Falklands oil rig protection – a few practical problems…
The report from Edison Investment Research predicting almost £112bn worth of oil in Falklands territorial waters provides a few figures to add to the current debate over the sovereignty of the Islands.
But Ian McLelland, co-author of the report, warns that instability in the South Atlantic caused by Argentine belligerence, will prevent the required investment by oil companies. The sensible approach would be for the Falklands, Argentina and UK to join forces to jointly own the oil extraction operation.
Of course Argentina is unlikely to agree to this. After all, it’s their oil – along with the Islands and their inhabitants.
The British garrison currently costs some £77m annually – although I can’t say if that’s just the cost of their being in the South Atlantic and not in UK, or the overall cost of the units and their deployment – a much larger figure if depreciation costs were included.
The Falklanders wish to pay for their defence once they have enough money, which one assumes will include protection of the oil rigs – for which there will have to be additional Royal Marine units with helicopters and dedicated shipping. But with oil revenues likely to be some £1.2bn a year once production gets going, there’s plenty to spare .
The oil will not be pumped ashore, but directly into tankers for processing elsewhere. The idea is for the Islands to be as little affected by the industrial infrastructure that accompanies oil.
If Argentina continues to play dog-in-the-manger, the tankers will have to come from South Africa or Europe, which as far as I can see, isn’t any sort of problem – at least for the UK or the Falkland Islands.
It’s hard to see how the Argentines can do much more than make noises. The Falklands naval war showed very clearly how by remaining far enough north and east of the Islands, British warships could avoid Argentine air attack. Using submarines and oil rig protection vessels, harassment of the rigs can be prevented.
If the tankers come from the north-east and leave by the same direction, their harassment by Argentine air and naval forces can also be prevented. These are the High Seas, and Britain is perfectly entitled to deploy whatever naval forces it wishes, and keep them there ad infinitum.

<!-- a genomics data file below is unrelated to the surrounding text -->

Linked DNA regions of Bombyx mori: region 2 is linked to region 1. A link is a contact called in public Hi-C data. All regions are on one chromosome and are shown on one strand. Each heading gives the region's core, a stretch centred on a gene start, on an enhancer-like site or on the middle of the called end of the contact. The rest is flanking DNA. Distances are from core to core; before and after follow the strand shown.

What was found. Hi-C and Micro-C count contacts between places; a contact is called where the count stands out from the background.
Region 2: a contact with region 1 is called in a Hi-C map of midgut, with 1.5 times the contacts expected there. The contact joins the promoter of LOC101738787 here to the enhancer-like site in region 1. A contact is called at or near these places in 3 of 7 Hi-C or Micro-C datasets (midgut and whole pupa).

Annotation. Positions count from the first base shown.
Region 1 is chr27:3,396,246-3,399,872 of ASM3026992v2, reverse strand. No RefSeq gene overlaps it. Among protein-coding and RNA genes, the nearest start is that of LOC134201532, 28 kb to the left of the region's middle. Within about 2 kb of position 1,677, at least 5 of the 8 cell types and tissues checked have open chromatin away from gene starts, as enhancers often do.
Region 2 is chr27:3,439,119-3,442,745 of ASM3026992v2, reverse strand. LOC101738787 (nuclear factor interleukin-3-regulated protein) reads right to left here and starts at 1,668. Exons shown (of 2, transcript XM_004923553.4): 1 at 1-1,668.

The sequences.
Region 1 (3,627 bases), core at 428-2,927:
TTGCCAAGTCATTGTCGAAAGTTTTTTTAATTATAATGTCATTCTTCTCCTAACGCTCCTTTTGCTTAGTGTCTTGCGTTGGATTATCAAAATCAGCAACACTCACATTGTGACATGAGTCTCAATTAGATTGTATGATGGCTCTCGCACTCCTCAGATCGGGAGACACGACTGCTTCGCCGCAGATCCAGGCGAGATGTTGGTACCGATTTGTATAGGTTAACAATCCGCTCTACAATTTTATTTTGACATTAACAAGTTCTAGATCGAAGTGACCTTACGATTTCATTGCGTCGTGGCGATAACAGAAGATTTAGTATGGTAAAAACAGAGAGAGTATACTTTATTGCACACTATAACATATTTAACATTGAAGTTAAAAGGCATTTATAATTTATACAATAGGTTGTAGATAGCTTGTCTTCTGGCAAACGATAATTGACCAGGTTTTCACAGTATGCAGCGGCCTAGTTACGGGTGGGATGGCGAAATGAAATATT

Of course somebody in Whitehall is going to have to wake up to the reality that this operation will require at least three helicopter carriers plus supporting warships and logistic vessels, to rotate in and out of the often brutally rough South Atlantic.
It also begs the absence of an aircraft carrier – well at least two to ensure coverage…..
So why on earth was the Royal Navy mugged at such an inopportune moment in British history? Especially, why were the Harriers scrapped? As a deterrent, they were proven, tried and tested. No wonder Mrs Kirchner feels free to be so ludicrously bombastic. The Black Widow and I have something in common at last, in that it makes me wax the same.
The enforced extinction of the Harrier was ornithologically stupid. Bird-brainedly ridiculous – because whereas Falklands oil would have paid for Harrier carriers to continue for a while, the new carriers will not be with us (if at all) for another (sticks finger in air) say… ten years – or do I mean twenty…?
Maybe for the interim (using Falklands oil money) we could buy a second-hand carrier from India in exchange for some Eurofighters? Oh, hang on, INS Viraat is actually HMS Hermes – flying Harriers…? Wasn’t that one of the UK’s Falkland War carriers? So that’s not on, and I can’t see the Americans selling us anything for this purpose.
Or maybe the Falkland Islanders will buy one of their own. There are plenty of Naval officers ready, willing and able to don flight deck helmets and flying suits in a good cause that gets them back to doing what they’re so good at. But leave it another five years or so, and even that idea will be impossible.
As I’ve always advised the Argentines; keep quiet and be nice, and the Falklands will be yours in time. When we were sent down there in 1982, there were only some 1200 Islanders. Had they not invaded, this figure would have dwindled away to the point where new blood would have been welcomed. Thanks to the war, a road system, low fuel taxes and fishery license money, now there are over 3,000 Islanders. I’m guessing that when the oil revenue starts flowing, this figure will increase even more – a reverse diaspora.
It’s all about numbers. I’d certainly advise the Islanders to play their part and procreate as quickly as they feel able. The more people there are to insist on their right to be British, the greater the moral compulsion for them to be supported. The arithmetic of freedom…
But in the end, it all ends up with Tommy Atkins – with or without the right gear to do the job… and he’s a declining species as well. But history never repeats itself.. does it?